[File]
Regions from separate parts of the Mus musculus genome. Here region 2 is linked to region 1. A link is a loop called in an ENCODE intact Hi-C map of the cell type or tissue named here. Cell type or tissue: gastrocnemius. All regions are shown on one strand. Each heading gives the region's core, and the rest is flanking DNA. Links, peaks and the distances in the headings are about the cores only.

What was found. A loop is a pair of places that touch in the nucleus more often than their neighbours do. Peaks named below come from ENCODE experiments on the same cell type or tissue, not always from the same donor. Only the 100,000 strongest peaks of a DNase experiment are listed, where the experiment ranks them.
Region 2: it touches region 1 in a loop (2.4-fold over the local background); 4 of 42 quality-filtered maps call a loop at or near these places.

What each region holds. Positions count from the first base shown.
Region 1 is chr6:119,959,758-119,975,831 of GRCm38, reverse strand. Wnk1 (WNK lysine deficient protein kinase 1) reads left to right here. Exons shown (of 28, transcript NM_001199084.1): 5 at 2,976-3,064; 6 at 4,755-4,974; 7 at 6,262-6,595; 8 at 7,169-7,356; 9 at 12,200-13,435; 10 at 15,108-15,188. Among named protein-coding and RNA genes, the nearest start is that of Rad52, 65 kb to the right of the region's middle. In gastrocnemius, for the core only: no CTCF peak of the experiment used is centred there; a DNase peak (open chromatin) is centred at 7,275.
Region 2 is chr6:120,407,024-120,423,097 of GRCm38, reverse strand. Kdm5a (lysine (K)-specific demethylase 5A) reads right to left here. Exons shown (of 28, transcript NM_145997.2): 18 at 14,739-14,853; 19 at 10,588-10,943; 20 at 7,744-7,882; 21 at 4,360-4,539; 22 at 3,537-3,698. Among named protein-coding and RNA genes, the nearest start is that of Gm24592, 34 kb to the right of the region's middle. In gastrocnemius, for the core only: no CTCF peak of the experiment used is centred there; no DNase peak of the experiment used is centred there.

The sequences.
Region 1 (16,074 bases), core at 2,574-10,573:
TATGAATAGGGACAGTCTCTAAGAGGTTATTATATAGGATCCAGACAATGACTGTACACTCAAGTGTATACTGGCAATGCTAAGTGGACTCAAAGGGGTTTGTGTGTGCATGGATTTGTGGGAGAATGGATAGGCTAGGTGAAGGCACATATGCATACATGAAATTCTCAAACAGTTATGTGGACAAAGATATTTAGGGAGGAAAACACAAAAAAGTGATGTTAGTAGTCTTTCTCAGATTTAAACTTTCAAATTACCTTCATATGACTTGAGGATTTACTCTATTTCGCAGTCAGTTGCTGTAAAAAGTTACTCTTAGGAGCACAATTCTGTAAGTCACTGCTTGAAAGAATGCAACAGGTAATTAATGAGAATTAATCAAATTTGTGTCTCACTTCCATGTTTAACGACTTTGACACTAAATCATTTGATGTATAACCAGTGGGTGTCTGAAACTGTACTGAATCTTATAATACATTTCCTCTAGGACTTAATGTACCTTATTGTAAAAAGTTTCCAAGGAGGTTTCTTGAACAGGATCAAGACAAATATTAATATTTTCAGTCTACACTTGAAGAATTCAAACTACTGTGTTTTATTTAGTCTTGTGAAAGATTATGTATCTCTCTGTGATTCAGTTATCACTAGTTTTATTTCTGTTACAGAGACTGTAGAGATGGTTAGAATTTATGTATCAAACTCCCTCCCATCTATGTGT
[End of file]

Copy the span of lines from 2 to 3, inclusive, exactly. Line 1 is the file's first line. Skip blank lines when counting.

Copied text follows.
What was found. A loop is a pair of places that touch in the nucleus more often than their neighbours do. Peaks named below come from ENCODE experiments on the same cell type or tissue, not always from the same donor. Only the 100,000 strongest peaks of a DNase experiment are listed, where the experiment ranks them.
Region 2: it touches region 1 in a loop (2.4-fold over the local background); 4 of 42 quality-filtered maps call a loop at or near these places.